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This may be a silly question, but does anyone know of a proof that binary search is asymptotically optimal? That is, if we are given a sorted list of elements where the only permitted operation on those objects is a comparison, how do you prove that the search can't be done in o(lg n)? (That's little-o of lg n, by the way.) Note that I'm restricting this to elements where the only operation permitted operation is a comparison, since there are well-known algorithms that can beat O(lg n) on expectation if you're allowed to do more complex operations on the data (see, for example, interpolation search).

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Is this homework? – Bernard Dec 31 '10 at 17:45
You're also assuming uniform access to all elements? Else see – The Archetypal Paul Dec 31 '10 at 17:46
@Bernard - nope, not a homework assignment. I have my standards. :-) This is just something that's been bugging me for a while. – templatetypedef Dec 31 '10 at 17:50
@Paul - I'm looking for an algorithm that minimizes the number of comparisons, so the access time for each element should be irrelevant. Also, to the best of my knowledge Fibonacci search is also O(lg n), which is asymptotically equivalent to binary search. – templatetypedef Dec 31 '10 at 17:51
Can there be duplicates in your array? – The Archetypal Paul Dec 31 '10 at 17:54
up vote 3 down vote accepted

From here:

  • The number of possible outcomes should be at least O(n).
  • You can represent the decisions done by the algorithm by nodes of a "decision tree": if the items compare greater then it goes on way, if not it goes the other way. The nodes of the tree are the states of the algorithm and the leaves are the outcomes. So there should be at least O(n) nodes in the tree.
  • Each tree on O(n) nodes has at least O(log N) levels.
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That's very clever - I didn't think of representing the state of the algorithm as a tree. This makes perfect sense; thanks so much! – templatetypedef Dec 31 '10 at 17:55
@template: AFAIK optimality of heapsort/mergesort is also proven in similar way. – ybungalobill Dec 31 '10 at 17:59
Could I suggest a bit more precision: Assuming all n elements are distinct, there are exactly n+1 possible outcomes (since the target value may not exist), so there are exactly n+1 leaves (not nodes). A tree on n+1 leaves has at least log2(n+1) levels. Maybe you're correct to say "Each tree on O(n) nodes has at least O(log n) levels" but I find it hard to reason about O() when it's on both sides of the equation like that... :) – j_random_hacker Jan 1 '11 at 7:31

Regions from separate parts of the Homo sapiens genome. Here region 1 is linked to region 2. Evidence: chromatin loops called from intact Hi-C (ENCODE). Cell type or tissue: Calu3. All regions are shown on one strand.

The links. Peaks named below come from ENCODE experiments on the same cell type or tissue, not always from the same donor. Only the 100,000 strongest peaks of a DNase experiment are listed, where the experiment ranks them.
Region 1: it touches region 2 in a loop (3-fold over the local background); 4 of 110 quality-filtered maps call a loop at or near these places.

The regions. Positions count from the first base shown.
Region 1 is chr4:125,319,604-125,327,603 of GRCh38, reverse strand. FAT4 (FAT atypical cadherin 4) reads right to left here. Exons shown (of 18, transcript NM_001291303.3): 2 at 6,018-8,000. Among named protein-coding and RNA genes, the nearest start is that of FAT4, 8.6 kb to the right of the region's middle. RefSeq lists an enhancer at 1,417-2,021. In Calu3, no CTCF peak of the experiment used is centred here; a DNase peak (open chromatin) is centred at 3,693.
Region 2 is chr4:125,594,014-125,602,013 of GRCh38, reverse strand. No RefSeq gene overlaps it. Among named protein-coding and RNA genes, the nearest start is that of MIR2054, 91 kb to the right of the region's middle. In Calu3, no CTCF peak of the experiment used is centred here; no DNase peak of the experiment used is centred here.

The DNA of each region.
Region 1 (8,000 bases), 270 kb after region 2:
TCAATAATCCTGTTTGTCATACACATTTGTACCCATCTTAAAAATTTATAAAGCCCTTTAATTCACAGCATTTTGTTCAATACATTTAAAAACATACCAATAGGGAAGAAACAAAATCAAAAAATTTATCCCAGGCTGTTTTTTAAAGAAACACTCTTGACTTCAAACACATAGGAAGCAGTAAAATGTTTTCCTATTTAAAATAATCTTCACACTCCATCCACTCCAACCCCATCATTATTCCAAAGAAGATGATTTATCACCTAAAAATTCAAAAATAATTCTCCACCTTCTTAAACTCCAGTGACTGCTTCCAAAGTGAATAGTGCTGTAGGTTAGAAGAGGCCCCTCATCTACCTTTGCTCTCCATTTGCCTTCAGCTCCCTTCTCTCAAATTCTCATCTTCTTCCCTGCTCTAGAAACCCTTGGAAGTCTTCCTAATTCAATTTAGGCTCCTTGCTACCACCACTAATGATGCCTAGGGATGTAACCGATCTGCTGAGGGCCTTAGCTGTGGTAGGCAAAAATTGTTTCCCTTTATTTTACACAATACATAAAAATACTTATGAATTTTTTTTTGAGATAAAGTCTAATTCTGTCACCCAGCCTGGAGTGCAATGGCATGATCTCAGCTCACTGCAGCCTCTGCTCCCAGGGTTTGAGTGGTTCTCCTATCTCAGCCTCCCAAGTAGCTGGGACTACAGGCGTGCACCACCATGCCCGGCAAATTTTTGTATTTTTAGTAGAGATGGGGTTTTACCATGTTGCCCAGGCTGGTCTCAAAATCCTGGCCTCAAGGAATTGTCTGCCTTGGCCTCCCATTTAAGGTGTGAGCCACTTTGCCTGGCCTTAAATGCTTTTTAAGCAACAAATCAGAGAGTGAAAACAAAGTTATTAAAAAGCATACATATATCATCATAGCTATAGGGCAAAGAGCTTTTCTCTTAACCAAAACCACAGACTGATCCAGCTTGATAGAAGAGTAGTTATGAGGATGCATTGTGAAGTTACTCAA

The logic is simple. Let's assume we have array of n different sorted elements.

  1. There're 2 possible outcomes of 1 comparison (first element is smaller or greater). Thus, if one comparison is enough, n <= 2. Otherwise, if we have 3 elements (a, b, c) and our algorithm has 2 possible outcomes, one of 3 elements will never be selected.
  2. There're 4 possible outcomes of 2 comparisons. Thus, if 2 comparisons is enough, n <= 4.
  3. Likewise, for k comparisons to be enough n should be n <= 2^k.

Reverse the last inequality and you'll have logarithm: k >= log(2, n).

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It looks like you prove the upper bound here. – ybungalobill Dec 31 '10 at 17:51
Does this change if there are duplicated elements? – The Archetypal Paul Dec 31 '10 at 17:52
Does this really work as a lower-bound proof? You've correctly shown that you can look up an element in O(lg n) time, but have you precluded the possibility of an asymptotically faster algorithm? – templatetypedef Dec 31 '10 at 17:52
@templatetypedef I've added the last step, it should be clear now. – Nikita Rybak Dec 31 '10 at 17:54
@Paul 'Without duplicated elements' is a special case of original problem. If there's no better solution for special case, there's no better solution for the whole problem too. – Nikita Rybak Dec 31 '10 at 17:58

As Nikita described it's impossible to have something always better than O(log n).

Even if you allowed to do some additional operations, it's still not enough - I'm sure it's possible to prepare elements sequence where interpolation search will perform worse than binary search.

We can say interpolation search is better only because:

  1. We consider average performance, not worst case.
  2. Probability of each possible incoming data set is non-uniform.

So the answer is - it all depends on the additional knowledge we have about incoming data sets.

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With additional knowledge there may be pretty much everything. If you sort your elements by probability, and the probability is geometric distribution, then even linear search can perform in O(1) time! Btw, it's a good idea, sometimes. – ybungalobill Dec 31 '10 at 18:18

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